Skip to main content

I find this topic helpful and will share some recent thoughts of mine. Surprises in my cellar that need to be drunk or pawned off are as important to me as blissful discoveries. Please feel free to add your disappointments, since I'm sure others are interested as well.

96, 97 Saintbury Rsv. Latter in faster decline
This winery is disappointing lately.

97 Mondavi Rsv PN
98 Archery Summit PN 1er Cuvee. Just starting to fade, both.

97 Green &Red Chiles Valley and Chiles Mill. Former in faster decline

97 Franus Planchon, Brandlin

NV Rosemount Old Benson Tawny. Mild decline, but losing raisiny, cocoa fruit, replaced by harsher material

90 Beringer PR. Just now coming down other side of hill.


[ 07-05-2002, 07:33 PM: Message edited by: dr.tannin aka x-man ]
Original Post

Replies sorted oldest to newest

Excellent topic, Doc.

I only started collecting 4-5 years ago, so I'm just now finding out how unfortunate it is to discover wines in decline.

Why just tonight, the '97 Justin Cab is getting funky, and '97 Kent Rasmussen Carneros Pinot Noir is fading fast, getting old & dry. Not six months ago I had tasted the same wines and they were still good. All my wines stored at 55-60F and 65-70% humidity.

Went kind of crazy buying wine in 2000 & 2001, and now realizing I've got some drinking to do! [Frown]
Ah we should all have the misfortune of discovering our 61 premiere cru is fading [Smile]


I'm surprised by the Justin. I too am relatively new to all this but in my experience there is something to the talk about a "dumb" stage where the primary fruit flavours have faded but the tannins are still too young to allow you to discover the secondary flavours. I seem to remember that for good CalCabs, 5 years was the dumb stage.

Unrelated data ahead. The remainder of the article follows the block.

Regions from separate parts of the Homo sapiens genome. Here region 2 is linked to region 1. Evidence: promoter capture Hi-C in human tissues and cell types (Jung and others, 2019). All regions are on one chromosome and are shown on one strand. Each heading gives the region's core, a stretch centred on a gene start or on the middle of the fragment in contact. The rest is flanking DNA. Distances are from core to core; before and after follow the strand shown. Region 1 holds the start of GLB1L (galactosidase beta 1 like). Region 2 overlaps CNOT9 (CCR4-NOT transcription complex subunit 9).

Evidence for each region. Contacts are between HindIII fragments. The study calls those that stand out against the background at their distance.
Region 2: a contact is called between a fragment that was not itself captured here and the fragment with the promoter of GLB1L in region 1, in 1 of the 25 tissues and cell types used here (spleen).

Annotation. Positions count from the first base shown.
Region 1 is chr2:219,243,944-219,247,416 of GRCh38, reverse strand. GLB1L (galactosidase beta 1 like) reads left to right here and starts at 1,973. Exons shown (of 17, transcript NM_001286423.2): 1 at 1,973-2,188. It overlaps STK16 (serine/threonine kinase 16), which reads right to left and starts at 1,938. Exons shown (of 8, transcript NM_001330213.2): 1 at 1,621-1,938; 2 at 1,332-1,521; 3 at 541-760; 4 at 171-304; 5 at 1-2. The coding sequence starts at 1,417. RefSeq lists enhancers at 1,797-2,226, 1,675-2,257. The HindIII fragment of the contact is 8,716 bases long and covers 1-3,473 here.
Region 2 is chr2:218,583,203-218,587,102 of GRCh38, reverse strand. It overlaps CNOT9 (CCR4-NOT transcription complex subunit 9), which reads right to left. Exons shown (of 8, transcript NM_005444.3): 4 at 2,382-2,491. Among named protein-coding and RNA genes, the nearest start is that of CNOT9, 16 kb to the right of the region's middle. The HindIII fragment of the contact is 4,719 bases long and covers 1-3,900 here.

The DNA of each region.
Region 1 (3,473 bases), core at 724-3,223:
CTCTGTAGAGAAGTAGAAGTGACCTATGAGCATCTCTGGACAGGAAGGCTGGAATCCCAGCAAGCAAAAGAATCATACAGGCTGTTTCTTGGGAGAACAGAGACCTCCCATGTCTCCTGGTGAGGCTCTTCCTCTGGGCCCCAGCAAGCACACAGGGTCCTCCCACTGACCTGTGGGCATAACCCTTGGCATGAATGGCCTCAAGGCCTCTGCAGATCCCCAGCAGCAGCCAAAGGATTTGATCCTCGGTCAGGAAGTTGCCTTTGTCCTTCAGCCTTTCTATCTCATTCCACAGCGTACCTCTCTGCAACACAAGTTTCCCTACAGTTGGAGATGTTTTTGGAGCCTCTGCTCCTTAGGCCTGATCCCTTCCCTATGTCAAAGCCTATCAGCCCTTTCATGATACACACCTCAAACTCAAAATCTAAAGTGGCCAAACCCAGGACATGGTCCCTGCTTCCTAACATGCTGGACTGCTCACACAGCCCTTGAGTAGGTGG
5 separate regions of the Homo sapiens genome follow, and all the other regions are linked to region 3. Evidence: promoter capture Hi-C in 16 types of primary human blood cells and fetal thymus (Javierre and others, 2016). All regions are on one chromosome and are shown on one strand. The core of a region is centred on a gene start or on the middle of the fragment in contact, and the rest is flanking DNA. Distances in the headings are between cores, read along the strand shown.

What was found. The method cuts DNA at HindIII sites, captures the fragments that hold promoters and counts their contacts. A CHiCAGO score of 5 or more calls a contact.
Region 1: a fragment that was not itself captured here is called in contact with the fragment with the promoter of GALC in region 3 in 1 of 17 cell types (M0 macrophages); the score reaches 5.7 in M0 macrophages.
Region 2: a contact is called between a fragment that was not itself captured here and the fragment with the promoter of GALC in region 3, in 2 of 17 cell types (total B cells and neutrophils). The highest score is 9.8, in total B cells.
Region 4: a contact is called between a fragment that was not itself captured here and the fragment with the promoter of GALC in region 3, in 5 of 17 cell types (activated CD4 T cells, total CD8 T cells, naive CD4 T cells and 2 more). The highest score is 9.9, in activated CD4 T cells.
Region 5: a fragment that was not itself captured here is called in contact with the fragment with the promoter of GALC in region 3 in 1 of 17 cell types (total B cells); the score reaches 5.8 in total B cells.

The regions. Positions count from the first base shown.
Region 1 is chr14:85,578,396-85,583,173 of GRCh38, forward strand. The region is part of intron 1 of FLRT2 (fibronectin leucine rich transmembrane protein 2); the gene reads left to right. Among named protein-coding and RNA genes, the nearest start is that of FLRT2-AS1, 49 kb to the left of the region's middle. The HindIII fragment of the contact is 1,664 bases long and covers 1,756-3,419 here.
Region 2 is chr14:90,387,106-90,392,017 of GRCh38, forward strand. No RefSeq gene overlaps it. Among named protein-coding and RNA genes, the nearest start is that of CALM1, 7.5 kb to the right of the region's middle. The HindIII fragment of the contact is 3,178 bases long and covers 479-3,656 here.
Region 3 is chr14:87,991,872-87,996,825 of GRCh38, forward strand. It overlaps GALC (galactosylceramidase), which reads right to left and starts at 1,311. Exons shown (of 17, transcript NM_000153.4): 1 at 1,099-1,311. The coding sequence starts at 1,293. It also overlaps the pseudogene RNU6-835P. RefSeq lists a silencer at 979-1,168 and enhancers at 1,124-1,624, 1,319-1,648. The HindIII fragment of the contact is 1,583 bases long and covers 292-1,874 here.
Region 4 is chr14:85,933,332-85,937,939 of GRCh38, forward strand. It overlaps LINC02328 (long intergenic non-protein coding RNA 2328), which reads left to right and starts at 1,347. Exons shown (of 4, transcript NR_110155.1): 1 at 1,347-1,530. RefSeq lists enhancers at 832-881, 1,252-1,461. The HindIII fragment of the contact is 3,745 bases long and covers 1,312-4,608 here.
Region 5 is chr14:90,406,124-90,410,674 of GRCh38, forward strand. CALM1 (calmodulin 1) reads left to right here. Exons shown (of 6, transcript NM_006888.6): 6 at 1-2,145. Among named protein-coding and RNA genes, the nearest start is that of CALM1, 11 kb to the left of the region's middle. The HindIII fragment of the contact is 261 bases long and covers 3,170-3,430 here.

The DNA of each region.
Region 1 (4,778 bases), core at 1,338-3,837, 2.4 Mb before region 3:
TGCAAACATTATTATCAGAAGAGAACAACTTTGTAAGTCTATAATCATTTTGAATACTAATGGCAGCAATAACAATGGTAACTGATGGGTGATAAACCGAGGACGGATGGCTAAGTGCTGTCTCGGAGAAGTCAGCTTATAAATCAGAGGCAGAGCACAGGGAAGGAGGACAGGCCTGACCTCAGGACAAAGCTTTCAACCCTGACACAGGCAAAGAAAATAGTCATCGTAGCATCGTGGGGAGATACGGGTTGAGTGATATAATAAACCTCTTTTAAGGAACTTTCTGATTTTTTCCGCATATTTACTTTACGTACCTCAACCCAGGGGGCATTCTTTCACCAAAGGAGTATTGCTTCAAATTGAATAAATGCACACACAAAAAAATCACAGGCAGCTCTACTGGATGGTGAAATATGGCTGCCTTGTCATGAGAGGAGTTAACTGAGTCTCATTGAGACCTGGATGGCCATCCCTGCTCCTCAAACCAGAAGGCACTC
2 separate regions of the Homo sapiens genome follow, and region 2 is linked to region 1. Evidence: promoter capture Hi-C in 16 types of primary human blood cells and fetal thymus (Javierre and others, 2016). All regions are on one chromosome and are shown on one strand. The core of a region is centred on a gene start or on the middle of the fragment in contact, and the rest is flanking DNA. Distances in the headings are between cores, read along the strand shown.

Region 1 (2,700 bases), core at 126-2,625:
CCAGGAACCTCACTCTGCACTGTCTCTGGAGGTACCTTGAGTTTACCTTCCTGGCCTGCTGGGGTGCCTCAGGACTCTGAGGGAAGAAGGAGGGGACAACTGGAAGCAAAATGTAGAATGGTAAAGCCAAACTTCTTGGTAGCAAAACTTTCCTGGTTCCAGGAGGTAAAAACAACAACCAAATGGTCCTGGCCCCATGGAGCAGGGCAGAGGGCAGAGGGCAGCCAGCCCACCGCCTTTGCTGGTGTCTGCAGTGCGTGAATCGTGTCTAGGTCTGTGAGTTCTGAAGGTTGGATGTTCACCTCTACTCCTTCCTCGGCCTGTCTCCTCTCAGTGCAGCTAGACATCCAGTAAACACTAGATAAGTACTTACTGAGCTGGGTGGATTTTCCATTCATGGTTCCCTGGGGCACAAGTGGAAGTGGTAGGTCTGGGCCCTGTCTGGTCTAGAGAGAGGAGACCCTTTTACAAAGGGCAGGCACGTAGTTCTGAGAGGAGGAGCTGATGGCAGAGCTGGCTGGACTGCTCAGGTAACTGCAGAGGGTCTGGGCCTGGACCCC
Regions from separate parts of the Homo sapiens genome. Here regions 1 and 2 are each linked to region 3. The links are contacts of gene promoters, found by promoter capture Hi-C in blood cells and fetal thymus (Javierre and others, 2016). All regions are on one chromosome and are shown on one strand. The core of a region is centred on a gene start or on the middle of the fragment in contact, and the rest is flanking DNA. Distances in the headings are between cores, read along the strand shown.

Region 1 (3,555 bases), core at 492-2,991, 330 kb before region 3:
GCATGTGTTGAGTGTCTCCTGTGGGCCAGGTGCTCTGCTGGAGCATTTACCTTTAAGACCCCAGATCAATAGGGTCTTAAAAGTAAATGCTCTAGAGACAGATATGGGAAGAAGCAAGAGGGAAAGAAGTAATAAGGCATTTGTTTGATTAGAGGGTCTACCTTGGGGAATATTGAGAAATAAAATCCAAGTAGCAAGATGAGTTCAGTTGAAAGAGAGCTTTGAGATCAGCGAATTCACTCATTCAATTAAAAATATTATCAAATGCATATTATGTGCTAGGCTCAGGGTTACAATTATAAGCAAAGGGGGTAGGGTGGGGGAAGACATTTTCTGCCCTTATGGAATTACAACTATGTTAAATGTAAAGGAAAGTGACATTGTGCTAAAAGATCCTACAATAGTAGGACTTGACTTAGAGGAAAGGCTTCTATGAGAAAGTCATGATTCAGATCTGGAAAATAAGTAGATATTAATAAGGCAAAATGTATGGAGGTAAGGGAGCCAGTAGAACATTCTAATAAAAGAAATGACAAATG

plus, the '61 Margaux was NOT bad or madeirized, but it was NOT nearly as good as the first two times I had it, about ten and twenty years ago. The first two times, I consider it the second best wine I ever had. This time it was mature and the great Margaux perfume had faded a little. The wine was just a little too soft.

I have never edited a post before, but I mistakenly left out the word "NOT" in the first and second lines.

[ 07-04-2002, 11:35 AM: Message edited by: Board-O ]
Board-O, I think you meant to say the 1961 Chateau Margaux WASN'T bad or maderized?

I just read the review in rmp's book Bordeaux and he thought it should have another 10 years (from 1998), but mentioned it was fully mature,
and he rated it 93 points. Although you could perceive that your 1961 Margaux has "faded a little", it is still a priviledge to have a 1961 Bordeaux First Growth, and one that has stood the test of time!
doc-you are killing me. i still have 4 bottles left of the 97 mondavi reserve pn. i guess i'll try one this week. pn can fade fast, especially if they have come in contact with any kind of heat during the distribution process.

very few wines are meant to be aged. i have made this mistake too many times. i started unloading much of my wines because i realized that i could never drink the wines during their time.
ojeffso, MBD-

As per my notes,these are just starting the roundabout trip. They are still fine, but the fruit is just beginning losing the battle IMO. So drink them up over the next 6m-12m. Mondavi has never found itself w PN; and the 1er cuvee is the AS basic bottling PN. With hopes eternally high for this varietal, I consistently feel let down. [Frown]
Interesting topic, DrT. I know that the well made CA wines in the 60's and 70's go 20-30 years easily. I've heard that the newer wines are made differently and that a lot of it is from new vines. I know that many of the 97's are starting to shut down now, but I still believe that well made wines from 97 will go 10-15 years easily. The flavor profile will be different, but the best is still to come. I've even had a 12 year old Stags Leap Petit Syrah (at the winery) that was still going strong.
I've got one bottle of 94 Caymus (not reserve) in my cellar. I only paid $30 for it but it was rated 94 by WS and now sells for a lot more now. A cabernet that is in decline when it is less than 10 years old is not my idea of a fine wine. Thanks for the warning Tex, I'll plan to drink it soon.

Question; how do you get to Texas?
Answer; first you walk west until you smell it and then you walk south until you step in it.

That was told to me by a guy who said he was from Montana where men are men and sheep are nervous.

Add Reply

Link copied to your clipboard.